I imagined myself as fragile,
and maybe I was, but
only in ways that worried me.
I wanted to be thought of as delicate,
to be spoken of in hushed tones. To only appear
in blush hues, through veils, through lace.
I saw myself shimmering – pearl-sheened, pale-edged,
slick with glitter and full of champagne.
I touched nothing but satin, velvet. I let nothing
touch me. I ate nothing but rose petals until I turned
pink. I watched my body in mirrors, in still water, until
it wasn’t my body. I watched myself being
watched, in reflections where I was glassy, crystalline.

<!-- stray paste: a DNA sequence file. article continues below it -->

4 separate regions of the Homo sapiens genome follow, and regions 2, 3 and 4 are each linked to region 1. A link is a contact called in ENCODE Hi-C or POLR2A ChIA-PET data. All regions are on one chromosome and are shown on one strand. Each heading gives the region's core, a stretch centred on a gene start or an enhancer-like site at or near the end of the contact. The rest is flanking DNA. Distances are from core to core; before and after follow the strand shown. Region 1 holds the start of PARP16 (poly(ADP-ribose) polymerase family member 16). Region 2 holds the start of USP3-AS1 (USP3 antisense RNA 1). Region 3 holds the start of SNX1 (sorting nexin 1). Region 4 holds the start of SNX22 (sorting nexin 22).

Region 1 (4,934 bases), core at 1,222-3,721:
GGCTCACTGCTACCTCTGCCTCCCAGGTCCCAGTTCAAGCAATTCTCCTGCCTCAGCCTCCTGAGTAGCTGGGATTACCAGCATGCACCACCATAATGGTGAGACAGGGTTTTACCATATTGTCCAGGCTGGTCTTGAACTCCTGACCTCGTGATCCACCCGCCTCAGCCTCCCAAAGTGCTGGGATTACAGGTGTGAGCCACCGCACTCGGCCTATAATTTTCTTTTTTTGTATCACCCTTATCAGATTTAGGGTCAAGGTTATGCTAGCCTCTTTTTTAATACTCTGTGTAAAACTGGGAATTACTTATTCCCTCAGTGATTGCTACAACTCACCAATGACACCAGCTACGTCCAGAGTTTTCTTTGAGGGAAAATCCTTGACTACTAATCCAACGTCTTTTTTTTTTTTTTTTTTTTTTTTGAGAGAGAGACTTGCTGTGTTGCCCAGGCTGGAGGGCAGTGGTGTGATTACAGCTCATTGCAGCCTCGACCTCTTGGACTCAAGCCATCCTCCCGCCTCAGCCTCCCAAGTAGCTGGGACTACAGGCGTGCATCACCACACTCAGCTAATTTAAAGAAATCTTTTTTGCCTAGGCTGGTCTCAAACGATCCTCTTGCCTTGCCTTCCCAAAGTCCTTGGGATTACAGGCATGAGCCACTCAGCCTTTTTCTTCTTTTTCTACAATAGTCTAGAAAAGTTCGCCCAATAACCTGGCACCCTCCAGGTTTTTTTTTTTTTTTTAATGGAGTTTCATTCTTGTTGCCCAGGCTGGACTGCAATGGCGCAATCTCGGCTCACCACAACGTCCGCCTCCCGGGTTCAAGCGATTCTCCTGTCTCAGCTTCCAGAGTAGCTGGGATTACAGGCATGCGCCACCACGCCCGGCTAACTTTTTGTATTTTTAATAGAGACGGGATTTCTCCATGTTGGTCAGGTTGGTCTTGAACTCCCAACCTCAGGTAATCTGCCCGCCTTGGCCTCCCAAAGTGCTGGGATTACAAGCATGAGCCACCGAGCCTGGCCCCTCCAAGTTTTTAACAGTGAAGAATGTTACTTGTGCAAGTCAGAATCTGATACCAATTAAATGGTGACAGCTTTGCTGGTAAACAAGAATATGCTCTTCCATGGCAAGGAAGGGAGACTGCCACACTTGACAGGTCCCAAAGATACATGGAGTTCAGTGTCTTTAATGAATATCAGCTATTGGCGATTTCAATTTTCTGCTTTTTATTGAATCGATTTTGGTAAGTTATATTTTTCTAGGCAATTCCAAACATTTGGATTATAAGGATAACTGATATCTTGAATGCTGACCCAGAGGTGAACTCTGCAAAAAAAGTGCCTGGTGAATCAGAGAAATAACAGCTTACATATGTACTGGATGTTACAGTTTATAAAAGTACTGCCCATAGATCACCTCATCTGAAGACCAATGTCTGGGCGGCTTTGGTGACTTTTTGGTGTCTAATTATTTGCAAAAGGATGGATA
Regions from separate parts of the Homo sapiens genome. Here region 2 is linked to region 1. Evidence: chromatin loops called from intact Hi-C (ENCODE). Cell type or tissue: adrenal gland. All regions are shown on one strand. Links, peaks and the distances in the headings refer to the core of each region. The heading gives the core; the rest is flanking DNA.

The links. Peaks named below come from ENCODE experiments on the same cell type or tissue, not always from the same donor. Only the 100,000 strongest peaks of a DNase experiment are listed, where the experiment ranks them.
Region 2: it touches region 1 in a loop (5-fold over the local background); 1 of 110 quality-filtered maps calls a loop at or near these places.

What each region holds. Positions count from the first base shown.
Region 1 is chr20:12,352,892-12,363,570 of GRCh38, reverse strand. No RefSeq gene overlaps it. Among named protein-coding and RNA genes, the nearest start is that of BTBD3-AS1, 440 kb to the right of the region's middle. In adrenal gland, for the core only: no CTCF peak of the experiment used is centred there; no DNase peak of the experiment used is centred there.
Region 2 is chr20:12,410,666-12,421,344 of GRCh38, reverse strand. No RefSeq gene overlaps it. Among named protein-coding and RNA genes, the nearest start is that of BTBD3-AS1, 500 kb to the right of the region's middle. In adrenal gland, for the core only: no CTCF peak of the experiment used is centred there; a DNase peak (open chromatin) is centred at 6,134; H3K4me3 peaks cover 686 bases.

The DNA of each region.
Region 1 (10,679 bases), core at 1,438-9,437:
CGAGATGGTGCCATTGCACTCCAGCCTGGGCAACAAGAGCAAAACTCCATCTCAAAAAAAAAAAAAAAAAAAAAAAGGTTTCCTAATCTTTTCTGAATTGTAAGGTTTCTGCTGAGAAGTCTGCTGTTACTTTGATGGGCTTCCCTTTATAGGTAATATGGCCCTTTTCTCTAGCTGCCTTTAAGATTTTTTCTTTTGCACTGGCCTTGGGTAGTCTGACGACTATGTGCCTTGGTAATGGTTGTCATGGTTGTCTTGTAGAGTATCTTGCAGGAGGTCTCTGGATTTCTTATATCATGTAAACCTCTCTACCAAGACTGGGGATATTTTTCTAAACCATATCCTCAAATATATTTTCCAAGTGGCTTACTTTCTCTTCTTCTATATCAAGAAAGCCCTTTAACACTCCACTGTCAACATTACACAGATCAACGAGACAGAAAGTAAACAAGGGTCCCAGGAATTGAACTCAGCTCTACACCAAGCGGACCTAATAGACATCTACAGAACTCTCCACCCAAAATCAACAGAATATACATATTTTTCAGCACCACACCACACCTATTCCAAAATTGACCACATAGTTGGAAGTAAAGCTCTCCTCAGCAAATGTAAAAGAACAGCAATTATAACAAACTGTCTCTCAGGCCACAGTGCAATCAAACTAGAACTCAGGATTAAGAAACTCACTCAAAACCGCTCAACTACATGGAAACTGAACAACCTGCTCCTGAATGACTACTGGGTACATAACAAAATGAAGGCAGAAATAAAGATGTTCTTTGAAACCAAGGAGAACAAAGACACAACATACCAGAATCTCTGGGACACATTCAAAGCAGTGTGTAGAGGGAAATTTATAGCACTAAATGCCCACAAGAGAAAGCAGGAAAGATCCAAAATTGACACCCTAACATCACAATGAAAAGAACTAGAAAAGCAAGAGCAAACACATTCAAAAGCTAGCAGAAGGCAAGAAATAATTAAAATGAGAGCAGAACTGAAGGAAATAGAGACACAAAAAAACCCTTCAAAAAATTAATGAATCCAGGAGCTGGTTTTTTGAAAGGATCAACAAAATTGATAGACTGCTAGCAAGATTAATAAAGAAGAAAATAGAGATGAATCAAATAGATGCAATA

The word fragile became sharp enough to split a seam,
crack a rib. I bathed in milk and honey until my fear
soured everything. My cream-colored lingerie
turned pink with bloodstains that wouldn’t
wash out. I worried about who was to blame
for all of that blood, for staining
everything pink. I thought maybe I was
just flushed from too much sun; from running
away; from a slap to the face. I wondered if
this meant that I had ruined everything,
and in the worst way. If all of this blood
is mine, I am sure I am still to blame.
Christine Barkley is a writer based in the Pacific Northwest. Her poems and personal essays have appeared or are forthcoming in The Massachusetts Review, Salamander, The Journal, and Little Patuxent Review, among others.